“A gelatinous substance is occasionally found on the grass, and even sometimes on the branches of trees, the origin of which the modern learned do not ascribe either to stars or to meteors… [but] the animalists, though differing from each other in subordinate respects, agree in affirming it to be the altered remains of dead frogs. ‘The quantity of jelly,’ says one of these, ‘produced from one single frog, is almost beyond belief; even to five or six times its bulk when in a natural state;’ that is, when the frog is in a living state.”
While the dead frog theory seems to have gone out of favor, there was also the ever popular speculation that space globs and star jelly were very likely…
This rather unappealing supposition was put forth by esteemed Welsh geologist and Woodwardian Professor of Geology at Cambridge University, Thomas McKenny Hughes, who seems to have wryly written about pwdr sêr in “Nature” back in 1910:
“On the other hand, he says that he saw a wounded gull disgorge a heap of half-digested earth-worms much resembling star-jelly, and that Sir William Craven saw a bittern do the same in similar circumstances.”
Author Mark Pilkington in his 2005 article for the Guardian titled “The blobs” further elaborated on this repugnant theme with a healthy dose of skepticism:
“Since at least the early 18th century, the most common earthbound explanation for the mystery goo has been that it is something vomited up by birds or animals; the Welsh naturalist Thomas Pennant, writing later that century, considered this the answer. Currently popular is the idea that the grey gloop is frog spawn barfed up by amphibian-eating creatures, though no frogs’ eggs have ever actually been identified within it, and most finds are a good deal larger than your average frog. A recent refinement of the concept is that if a frog is swallowed prior to ovulation, its regurgitated egg duct — which swells dramatically when wet.”
Let’s move on from this dubious, and frankly disagreeable, hypothesis into territory I’m much more comfortable with… monsters. Although the evidence supporting this theory is admittedly scant, my favorite explanation of the origin of space globs is that they are the remains of dead or dying…
Atmospheric monsters — which I wrote about in my last article for Mysterious Universe: “Atmospheric Monsters Attack!” — are bizarre airborne animals which are said to live amongst the clouds. Descriptions of these outlandish creatures range from vaporous, cloud-like beings to floating jellyfish to multi-winged “rods” to colossal ovoid beasts, which have been mistakenly branded as flying saucers.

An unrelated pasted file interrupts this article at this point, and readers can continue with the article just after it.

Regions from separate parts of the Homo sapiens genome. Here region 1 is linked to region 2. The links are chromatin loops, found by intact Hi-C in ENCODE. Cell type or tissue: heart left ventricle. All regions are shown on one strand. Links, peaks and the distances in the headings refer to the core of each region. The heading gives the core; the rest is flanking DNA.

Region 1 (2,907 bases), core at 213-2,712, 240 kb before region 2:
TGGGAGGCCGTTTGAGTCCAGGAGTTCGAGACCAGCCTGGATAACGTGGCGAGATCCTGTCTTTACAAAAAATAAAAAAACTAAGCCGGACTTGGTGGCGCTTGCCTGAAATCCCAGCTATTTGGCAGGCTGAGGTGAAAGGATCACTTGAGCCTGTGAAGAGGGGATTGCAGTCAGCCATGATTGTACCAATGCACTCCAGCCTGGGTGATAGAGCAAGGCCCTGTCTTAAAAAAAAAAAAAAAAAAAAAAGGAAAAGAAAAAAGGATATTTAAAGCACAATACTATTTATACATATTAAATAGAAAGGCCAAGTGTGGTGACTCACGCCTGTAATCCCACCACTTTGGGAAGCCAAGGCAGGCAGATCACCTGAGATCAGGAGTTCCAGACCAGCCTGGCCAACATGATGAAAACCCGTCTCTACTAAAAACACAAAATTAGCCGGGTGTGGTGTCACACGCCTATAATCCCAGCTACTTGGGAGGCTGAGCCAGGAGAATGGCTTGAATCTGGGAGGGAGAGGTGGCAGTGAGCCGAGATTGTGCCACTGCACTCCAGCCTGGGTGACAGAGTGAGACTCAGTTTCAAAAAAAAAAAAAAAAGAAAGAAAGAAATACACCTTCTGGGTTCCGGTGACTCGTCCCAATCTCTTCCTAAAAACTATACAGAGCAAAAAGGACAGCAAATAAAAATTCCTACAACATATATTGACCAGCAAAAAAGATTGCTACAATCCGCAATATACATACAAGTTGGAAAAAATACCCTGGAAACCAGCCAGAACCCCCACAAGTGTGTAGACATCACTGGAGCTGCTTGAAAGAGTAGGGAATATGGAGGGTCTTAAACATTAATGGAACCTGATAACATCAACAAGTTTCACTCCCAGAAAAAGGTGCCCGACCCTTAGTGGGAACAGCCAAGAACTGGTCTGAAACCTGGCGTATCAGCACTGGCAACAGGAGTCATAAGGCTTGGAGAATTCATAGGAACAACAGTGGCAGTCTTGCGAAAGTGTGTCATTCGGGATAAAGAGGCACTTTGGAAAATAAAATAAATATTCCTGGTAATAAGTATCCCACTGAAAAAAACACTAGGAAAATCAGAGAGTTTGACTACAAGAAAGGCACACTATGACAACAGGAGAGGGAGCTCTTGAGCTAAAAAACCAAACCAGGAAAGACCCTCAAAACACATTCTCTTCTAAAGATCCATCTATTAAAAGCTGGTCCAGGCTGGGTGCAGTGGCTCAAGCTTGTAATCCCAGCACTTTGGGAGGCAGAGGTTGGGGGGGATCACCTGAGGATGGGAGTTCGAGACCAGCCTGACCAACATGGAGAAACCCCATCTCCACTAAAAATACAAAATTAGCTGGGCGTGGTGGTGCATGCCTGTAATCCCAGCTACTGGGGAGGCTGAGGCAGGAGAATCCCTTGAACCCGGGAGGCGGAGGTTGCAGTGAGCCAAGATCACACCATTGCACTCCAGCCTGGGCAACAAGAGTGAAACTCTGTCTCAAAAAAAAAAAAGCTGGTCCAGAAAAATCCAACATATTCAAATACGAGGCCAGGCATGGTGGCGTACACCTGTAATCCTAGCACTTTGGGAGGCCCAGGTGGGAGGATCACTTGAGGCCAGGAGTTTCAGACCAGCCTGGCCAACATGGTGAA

Debates rage on as to whether or not these beasts hail from Earth or the depths of space and even more contention exists between those who believe that these creatures are sentient beings and those who insist that they are nothing more than animals that live their sky-bound lives reliant on mere instinct.
Paranormal author, Ivan T. Sanderson, speculated that numerous UFO accounts might actually represent “extremely low density animals native to the clouds,” and celebrated cosmologist, Carl Sagan, theorized that lighter than air astrobiological beasts might be soaring through the skies of massive gas giants such as Jupiter.
There is the possibility that the gelatinous “star jelly” so often found following meteor showers may well be the decaying remains of these ostensibly invertebrate beasts. Perhaps falling stars strike these creatures in mid-flight, tearing them apart with the force of their impact and sending them hurtling earthward in as yet unidentifiable hunks of purplish iridescent jelly that usually evaporates within minutes of their unceremonious arrival.
It has been speculated that star jelly is everything from slime mold to pond scum caught in a mini-cyclone to industrial pollutants to the detrimental residue created by crazed government scientists’ top-secret attempts to manipulate the weather. It has even been suggested that they are biological weapons launched against the Earth by a technologically advanced alien species.
Perhaps star jelly is nothing more than mold, algae, dead critters, regurgitation or manufacturing waste, but what of the pulsating purple glob that may or may not have been oozing its way up a telephone pole before it was “busted” by those Philadelphia cops back in September of 1950? While the temptation has always been — for me included — to lump it in with the star jelly phenomena, that fact remains that this relatively large, self illuminated, quivering mass may actually represent a completely different type of potentially alien organism.
Whatever it may or may not have been, there can be little doubt that the glittering, iridescent violet mound that fell from the sky that long ago autumn eve not only managed to inspire one of the most beloved monsters in pop culture history, but, to this day, remains one of the great biological mysteries of the 20th Century.